Following recent breaches, more organizations are investing in cyber insurance.
Following recent breaches, more organizations are investing in cyber insurance.

In the market 

The headlines about breaches at Target and Neiman Marcus are sending more retail businesses to seek out cyber coverage, say experts. But that is not the only sector where this type of insurance is finding favor, and it's not just popular among the large chains and national players either. Goldstein says Chubb is underwriting policies for a relatively diverse group of organizations, including financial and health care organizations, hotels and restaurant chains, and service providers as well as retail chains. “Of course, any company that collects, stores or transmits private or proprietary information has a cyber security exposure,” Goldstein says, “and should consider whether a cyber insurance policy is right for its needs.”

David Navetta, partner of the InfoLawGroup, Denver, who helped develop cyber insurance products at AIG at the start of last decade, believes we are “only just approaching the upward ramp of the hockey-stick curve of growth in demand for these policies.” He is seeing interest in online coverage moving down-market to small- and midsized companies as they are realizing that they carry risk – often for their own company and information, as well as the larger companies to which they provide services. 

Ponemon (left) agrees, saying that in many cases procurement officers at larger companies are starting to demand that their vendor companies have a cyber insurance policy in place to ensure that they are not only covered, but that they have gone through the due diligence that comes with having the policy written. In addition, Ponemon says, he is also seeing marked interest from virtually any concern that deals in high-value intellectual property – such as defense or aerospace contractors and biotech companies.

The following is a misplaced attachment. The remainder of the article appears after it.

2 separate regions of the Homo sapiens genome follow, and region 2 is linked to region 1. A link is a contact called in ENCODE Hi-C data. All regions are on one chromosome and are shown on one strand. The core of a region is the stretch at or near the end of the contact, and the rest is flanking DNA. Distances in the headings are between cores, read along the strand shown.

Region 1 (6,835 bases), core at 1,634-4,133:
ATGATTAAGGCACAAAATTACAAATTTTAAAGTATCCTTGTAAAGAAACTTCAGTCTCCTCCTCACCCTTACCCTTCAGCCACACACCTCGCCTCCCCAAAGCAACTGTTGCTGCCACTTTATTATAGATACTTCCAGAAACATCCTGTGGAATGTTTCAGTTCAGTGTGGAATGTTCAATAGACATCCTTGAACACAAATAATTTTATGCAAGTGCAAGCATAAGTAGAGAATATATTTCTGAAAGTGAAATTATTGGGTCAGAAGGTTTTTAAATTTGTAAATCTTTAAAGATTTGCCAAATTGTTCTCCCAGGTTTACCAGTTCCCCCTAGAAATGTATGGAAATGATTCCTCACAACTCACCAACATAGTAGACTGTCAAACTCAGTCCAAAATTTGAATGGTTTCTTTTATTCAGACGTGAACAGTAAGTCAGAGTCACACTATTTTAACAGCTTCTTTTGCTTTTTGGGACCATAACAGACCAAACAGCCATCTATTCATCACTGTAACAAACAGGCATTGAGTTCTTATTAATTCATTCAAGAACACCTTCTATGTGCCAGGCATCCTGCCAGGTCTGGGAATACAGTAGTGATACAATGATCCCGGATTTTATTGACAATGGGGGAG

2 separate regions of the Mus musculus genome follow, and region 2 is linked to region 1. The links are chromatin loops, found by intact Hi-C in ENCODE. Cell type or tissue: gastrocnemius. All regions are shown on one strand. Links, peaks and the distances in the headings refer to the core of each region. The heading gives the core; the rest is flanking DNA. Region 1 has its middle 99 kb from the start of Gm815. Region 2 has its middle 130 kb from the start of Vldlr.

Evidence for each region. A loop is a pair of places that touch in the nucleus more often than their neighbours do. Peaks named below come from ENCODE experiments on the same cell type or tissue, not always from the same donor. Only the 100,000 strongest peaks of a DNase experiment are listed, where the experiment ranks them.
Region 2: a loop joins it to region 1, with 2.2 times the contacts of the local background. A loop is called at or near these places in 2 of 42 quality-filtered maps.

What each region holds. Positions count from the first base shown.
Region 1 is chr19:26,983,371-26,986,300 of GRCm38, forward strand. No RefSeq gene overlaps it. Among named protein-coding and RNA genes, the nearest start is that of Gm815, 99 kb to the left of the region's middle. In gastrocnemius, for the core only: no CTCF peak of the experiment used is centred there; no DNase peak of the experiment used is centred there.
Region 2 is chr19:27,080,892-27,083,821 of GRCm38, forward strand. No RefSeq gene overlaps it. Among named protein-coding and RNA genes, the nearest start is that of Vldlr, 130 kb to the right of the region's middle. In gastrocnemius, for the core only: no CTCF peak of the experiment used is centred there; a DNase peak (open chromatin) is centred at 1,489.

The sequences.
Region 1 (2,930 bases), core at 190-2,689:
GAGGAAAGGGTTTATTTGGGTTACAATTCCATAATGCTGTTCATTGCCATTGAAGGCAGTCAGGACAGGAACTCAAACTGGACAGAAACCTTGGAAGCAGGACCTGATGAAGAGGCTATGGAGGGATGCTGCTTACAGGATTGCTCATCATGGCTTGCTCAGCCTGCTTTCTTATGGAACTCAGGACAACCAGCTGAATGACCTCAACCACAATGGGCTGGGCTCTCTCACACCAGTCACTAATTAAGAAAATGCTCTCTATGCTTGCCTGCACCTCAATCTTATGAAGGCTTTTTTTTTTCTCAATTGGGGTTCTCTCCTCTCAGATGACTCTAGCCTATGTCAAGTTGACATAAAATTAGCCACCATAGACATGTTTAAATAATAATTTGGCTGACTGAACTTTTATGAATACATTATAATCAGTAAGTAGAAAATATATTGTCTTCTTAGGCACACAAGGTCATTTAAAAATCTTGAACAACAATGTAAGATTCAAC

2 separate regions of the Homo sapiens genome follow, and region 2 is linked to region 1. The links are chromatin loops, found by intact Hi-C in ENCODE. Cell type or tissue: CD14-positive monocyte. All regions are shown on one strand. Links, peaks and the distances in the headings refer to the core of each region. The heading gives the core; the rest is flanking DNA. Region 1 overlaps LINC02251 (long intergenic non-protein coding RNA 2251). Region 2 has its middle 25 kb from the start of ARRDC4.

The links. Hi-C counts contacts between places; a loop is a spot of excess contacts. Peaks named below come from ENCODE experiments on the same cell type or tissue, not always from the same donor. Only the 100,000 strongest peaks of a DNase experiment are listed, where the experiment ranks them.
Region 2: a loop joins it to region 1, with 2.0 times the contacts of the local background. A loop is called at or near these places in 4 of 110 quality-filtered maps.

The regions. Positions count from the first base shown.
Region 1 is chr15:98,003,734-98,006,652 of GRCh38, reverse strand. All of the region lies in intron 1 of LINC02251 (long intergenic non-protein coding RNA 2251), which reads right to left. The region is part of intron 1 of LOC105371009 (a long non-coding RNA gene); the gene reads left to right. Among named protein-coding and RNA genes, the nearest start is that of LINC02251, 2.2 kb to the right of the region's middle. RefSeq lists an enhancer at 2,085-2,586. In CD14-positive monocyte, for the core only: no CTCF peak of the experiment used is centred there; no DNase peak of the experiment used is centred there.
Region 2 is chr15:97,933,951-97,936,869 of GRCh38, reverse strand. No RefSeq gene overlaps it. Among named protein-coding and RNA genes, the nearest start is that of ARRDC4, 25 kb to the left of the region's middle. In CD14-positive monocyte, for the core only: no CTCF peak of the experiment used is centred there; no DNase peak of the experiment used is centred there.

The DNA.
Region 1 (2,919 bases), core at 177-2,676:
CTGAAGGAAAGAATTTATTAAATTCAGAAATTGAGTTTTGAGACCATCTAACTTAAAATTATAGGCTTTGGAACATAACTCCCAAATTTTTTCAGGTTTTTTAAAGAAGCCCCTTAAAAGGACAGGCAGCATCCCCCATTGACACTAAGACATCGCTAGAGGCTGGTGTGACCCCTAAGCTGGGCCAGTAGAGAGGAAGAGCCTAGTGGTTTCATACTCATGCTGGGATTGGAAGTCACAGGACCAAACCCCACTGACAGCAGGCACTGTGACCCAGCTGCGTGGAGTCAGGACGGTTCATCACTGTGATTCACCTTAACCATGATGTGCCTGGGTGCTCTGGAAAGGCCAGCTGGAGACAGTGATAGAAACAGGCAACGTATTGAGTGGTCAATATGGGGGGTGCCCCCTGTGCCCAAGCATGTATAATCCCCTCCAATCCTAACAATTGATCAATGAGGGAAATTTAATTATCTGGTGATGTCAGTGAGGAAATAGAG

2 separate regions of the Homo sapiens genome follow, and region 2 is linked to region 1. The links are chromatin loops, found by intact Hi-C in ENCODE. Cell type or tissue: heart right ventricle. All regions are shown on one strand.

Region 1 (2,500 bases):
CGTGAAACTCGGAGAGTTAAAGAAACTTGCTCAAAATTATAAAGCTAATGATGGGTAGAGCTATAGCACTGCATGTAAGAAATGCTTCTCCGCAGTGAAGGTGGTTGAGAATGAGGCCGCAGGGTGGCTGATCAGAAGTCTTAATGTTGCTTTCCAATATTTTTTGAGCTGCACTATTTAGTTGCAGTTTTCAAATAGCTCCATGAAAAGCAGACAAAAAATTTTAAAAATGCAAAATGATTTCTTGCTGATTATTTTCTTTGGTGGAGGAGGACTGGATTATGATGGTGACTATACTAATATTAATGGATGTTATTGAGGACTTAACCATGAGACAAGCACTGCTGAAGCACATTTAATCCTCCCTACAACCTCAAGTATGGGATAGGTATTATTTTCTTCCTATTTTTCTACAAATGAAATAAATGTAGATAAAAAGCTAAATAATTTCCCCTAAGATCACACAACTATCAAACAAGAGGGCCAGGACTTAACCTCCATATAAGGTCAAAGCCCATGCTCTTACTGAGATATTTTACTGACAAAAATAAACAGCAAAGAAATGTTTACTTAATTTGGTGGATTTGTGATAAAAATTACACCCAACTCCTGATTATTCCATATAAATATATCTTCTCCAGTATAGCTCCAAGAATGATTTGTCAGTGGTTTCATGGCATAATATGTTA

More companies are buying cyber insurance, and they are also buying more coverage. Cyber insurance limits purchased in 2012 averaged $16.8 million, 20 percent higher than 2011, according to Marsh LLC. 

While the metrics for determining risk are improving, they are still a work in progress. Hence, the cost of coverage and amount of coverage still varies widely among the insured. Goldstein says that typically small businesses will pay an average annual premium of between $2,000 to $15,000 for $1 million of cyber liability coverage. For large businesses, the cost for each $1 million of cyber liability coverage would range from about $17,500 to $50,000 or more. 

Ponemon agrees that annual premiums in the $12,000 to $15,000 are about on par (62 percent of respondents in the Ponemon survey believe the premiums are fair given the nature of the risk). Navetta says the cost of insurance premiums has gone down over the past five years as the number of insurers offering this type of coverage has grown exponentially, and the business has become more competitive. 

Deshuk recommends the purchase of cyber risk insurance from Illinois Union Insurance Company with a coverage of $5 million per occurrence and a $75,000 deductible. The cost of this policy is $37,919.

Policies can also vary in terms of what they specifically cover, but according to Navetta, there are typically three main “insuring agreements” that policies tend to cover. The first insuring agreement relates to data response to the breach where it affects personal information. This typically covers the cost of lawyers or third-party investigators that have to step in, as well as the potential cost of mailing notifications to affected customers and even – sometimes – offering those customers credit or benefits to offset their inconvenience. Sometimes, this part of the policy will extend to cover call-center activities or elements of crisis management. The second insuring agreement covers third-party claims that may arise as a result of the breach – lawsuits by customers, patients or business partners who have suffered costs or compromise by an exposure (say, if a bank sues a retailer for having to reissue credit cards if the retailer is hacked). The third set of insurance agreement can cover so-called cyber extortion scenarios – wherein a hacker breaks in, encrypts a company's database and holds it for ransom.